Pi­lots had no idea jet was too low un­til sec­onds be­fore Hal­i­fax crash: re­port

Cape Breton Post - - Province/ Atlantic -

As Air Canada Flight 624 made its fi­nal, ill-fated ap­proach to­ward Hal­i­fax’s main air­port in a raging bl­iz­zard, no one in the cock­pit was check­ing the plane’s alti­tude or dis­tance from the run­way.

The pi­lots had no idea the air­craft, car­ry­ing 133 pas­sen­gers and five crew, had strayed from its in­tended flight path and was fly­ing too low.

“It was only in the last few sec­onds of the flight, af­ter the pi­lots dis­en­gaged the au­topi­lot to land man­u­ally, that they then re­al­ized the air­craft was too low and too far back,’’ the Trans­porta­tion Safety Board of Canada con­cluded in a fi­nal in­ves­ti­ga­tion re­port re­leased Thurs­day, more than two years af­ter the crash land­ing.

The re­port cited sev­eral other fac­tors in the 2015 crash, in­clud­ing prob­lems with run­way light­ing and some­thing the board called “plan con­tin­u­a­tion bias.’’

And it de­scribed in grip­ping de­tail what hap­pened when the flight crew re­al­ized the air­craft was about to hit the ground.

The cap­tain poured on the thrust and pulled back on the stick to gain alti­tude for a goaround, but it was too late.

A sec­ond later, one of the jet’s tires hit an ap­proach light about 260 me­tres from the run­way thresh­old, and the air­craft clipped some power lines, knock­ing out power to the air­port. The jet’s main land­ing gear and left en­gine then struck a snow­bank and the Air­bus 320-211 smashed into an an­tenna ar­ray be­fore bounc­ing twice along the Run­way 05 for an­other 600 me­tres amid a

shower of sparks and leak­ing fuel.

The land­ing gear col­lapsed, an en­gine was torn off, but there was no fire.

The crash, de­scribed at the time as a “hard land­ing’’ by Air Canada, left 25 pas­sen­gers in­jured. The air­craft was de­stroyed.

“Be­cause no emer­gency was ex­pected, the pas­sen­gers and cabin crew were not in a brace po­si­tion at the time of the ini­tial im­pact,’’ the re­port says. “Most of the in­juries sus­tained by the pas­sen­gers were con­sis­tent with not adopt­ing a brace po­si­tion.’’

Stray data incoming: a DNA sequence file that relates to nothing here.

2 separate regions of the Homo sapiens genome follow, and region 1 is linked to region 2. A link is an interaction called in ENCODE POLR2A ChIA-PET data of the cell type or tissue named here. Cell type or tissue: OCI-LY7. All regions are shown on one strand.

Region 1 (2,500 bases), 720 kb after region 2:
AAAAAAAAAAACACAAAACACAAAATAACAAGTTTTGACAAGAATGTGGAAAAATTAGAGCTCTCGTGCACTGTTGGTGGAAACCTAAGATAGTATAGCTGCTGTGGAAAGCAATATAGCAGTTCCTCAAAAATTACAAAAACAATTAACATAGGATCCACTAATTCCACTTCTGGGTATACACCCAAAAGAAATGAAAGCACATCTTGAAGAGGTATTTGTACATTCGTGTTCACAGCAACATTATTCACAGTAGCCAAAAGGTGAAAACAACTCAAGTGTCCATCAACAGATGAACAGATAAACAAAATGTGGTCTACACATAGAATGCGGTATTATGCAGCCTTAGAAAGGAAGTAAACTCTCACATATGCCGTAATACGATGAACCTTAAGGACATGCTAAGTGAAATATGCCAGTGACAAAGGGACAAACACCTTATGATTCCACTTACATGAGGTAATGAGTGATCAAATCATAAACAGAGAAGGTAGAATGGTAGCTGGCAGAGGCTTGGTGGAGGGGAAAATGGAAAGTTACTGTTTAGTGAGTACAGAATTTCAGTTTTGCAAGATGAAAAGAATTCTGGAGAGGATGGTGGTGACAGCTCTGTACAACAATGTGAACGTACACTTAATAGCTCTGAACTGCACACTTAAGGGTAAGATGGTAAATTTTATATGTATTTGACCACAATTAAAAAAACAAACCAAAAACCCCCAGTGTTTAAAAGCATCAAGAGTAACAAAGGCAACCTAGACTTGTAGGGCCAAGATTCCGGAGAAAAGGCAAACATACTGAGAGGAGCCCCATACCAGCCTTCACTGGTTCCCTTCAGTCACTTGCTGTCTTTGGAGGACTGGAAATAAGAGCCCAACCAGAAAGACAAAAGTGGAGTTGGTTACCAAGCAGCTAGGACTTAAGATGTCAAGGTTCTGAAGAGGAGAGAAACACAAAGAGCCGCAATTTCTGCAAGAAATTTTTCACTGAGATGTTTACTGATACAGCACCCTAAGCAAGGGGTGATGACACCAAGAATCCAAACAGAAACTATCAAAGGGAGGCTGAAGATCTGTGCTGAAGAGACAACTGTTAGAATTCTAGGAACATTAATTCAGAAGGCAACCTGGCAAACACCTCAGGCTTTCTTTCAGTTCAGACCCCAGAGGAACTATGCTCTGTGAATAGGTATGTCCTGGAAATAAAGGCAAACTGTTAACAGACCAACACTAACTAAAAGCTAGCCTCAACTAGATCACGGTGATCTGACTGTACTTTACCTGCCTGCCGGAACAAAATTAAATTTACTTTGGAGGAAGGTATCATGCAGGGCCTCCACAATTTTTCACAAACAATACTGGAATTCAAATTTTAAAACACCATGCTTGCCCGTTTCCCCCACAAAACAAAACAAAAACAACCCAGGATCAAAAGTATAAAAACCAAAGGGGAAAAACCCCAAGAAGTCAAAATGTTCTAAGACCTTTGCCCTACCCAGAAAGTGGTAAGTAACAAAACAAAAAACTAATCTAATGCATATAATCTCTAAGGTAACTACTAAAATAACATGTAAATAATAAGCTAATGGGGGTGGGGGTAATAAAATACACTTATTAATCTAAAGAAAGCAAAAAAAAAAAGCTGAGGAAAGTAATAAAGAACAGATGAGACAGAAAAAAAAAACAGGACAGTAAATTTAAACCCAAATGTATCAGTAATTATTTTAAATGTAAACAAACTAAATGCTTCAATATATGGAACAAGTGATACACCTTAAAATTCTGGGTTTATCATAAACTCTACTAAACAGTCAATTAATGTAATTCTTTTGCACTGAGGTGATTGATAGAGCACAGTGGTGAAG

The board’s re­port says the air­craft,

en route from Toronto, was cir­cling the air­port just af­ter mid­night on March 29, 2015, when the crew re­ceived word from the tower that vis­i­bil­ity in the snow­storm had im­proved to just un­der one kilo­me­tre — the min­i­mum re­quire­ment for a land­ing.

As the plane ap­proached the air­port, it was placed in au­topi­lot mode. As well, the flight crew was re­ly­ing on the “lo­cal­izer’’ ra­dio beacon near the run­way, which pro­vides only lat­eral guid­ance to align the air­craft with the cen­tre line.

In this con­fig­u­ra­tion, the

au­topi­lot ad­justs the air­craft to main­tain its flight path ap­proach an­gle — in this case 3.5 de­grees — and the lo­cal­izer tells the pi­lots whether to steer left or right to keep in line with the run­way.

Nei­ther de­vice pro­vides in­for­ma­tion about alti­tude or dis­tance.

“What a lo­cal­izer does not pro­vide is ver­ti­cal guid­ance,’’ said se­nior in­ves­ti­ga­tor Doug McEwen. “That is up to the flight crew. They must re­fer to their in­stru­ments to en­sure they are at the cor­rect height rel­a­tive to the dis­tance from the run­way.’’

Kathy Fox, chair­woman of the TSB, said the pi­lots did not take into ac­count that a head­wind was push­ing the plane off of its in­tended flight path.

“Be­cause the wind was push­ing the air­plane back, it ended up be­ing lower and far­ther out,’’ she said. “They did not no­tice that they had moved away from where they needed to be.’’

Un­der Air Canada’s stan­dard op­er­at­ing pro­ce­dures, the cap­tain and first of­fi­cer were not re­quired to cross-check their alti­tude and dis­tance, which Fox de­scribed as a pro­ce­dural “gap’’ that has since been closed. Fox noted the flight crew op­er­at­ing man­u­als used by Air Canada and Air­bus do call for cross-check­ing of alti­tude and dis­tance.

“But) the pi­lots weren’t trained to do it,’’ she said in an in­ter­view. “It hap­pens. Some­times it takes some­thing like this to make peo­ple re­al­ize that there’s a gap.’’

The re­port said the pi­lots likely de­layed dis­con­nect­ing the au­topi­lot sys­tem be­cause of the chal­lenges they faced main­tain­ing the vis­ual cues from the air­port.

Air Canada has al­ready pro­vided its pi­lots with more guid­ance on vis­ual ref­er­ences, and it has is­sued ex­plicit warn­ings on the lim­i­ta­tions of the au­topi­lot sys­tem in a cer­tain mode. As well, Air Canada now re­quires in­stru­ment mon­i­tor­ing dur­ing all ap­proaches when be­low a cer­tain alti­tude, the TSB said.

In a state­ment re­leased Thurs­day, Air Canada con­firmed it has al­ready made many changes, in­clud­ing up­grades to some Air­bus air­craft, reach­ing out to other air­ports about im­prov­ing run­way light­ing, and re­view­ing emer­gency re­sponse plans.


The rear view of the air­craft on the run­way is shown in the day­time in this un­dated hand­out im­age pro­vided by Trans­porta­tion Safety Board of Canada. In its in­ves­ti­ga­tion re­port (A15H0002) re­leased Thurs­day, the Trans­porta­tion Safety Board of Canada (TSB) found that ap­proach pro­ce­dures, poor vis­i­bil­ity and air­field light­ing led to the 2015 col­li­sion with ter­rain of Air Canada Flight 624 at the Hal­i­fax/Stan­field In­ter­na­tional Air­port in Nova Sco­tia.

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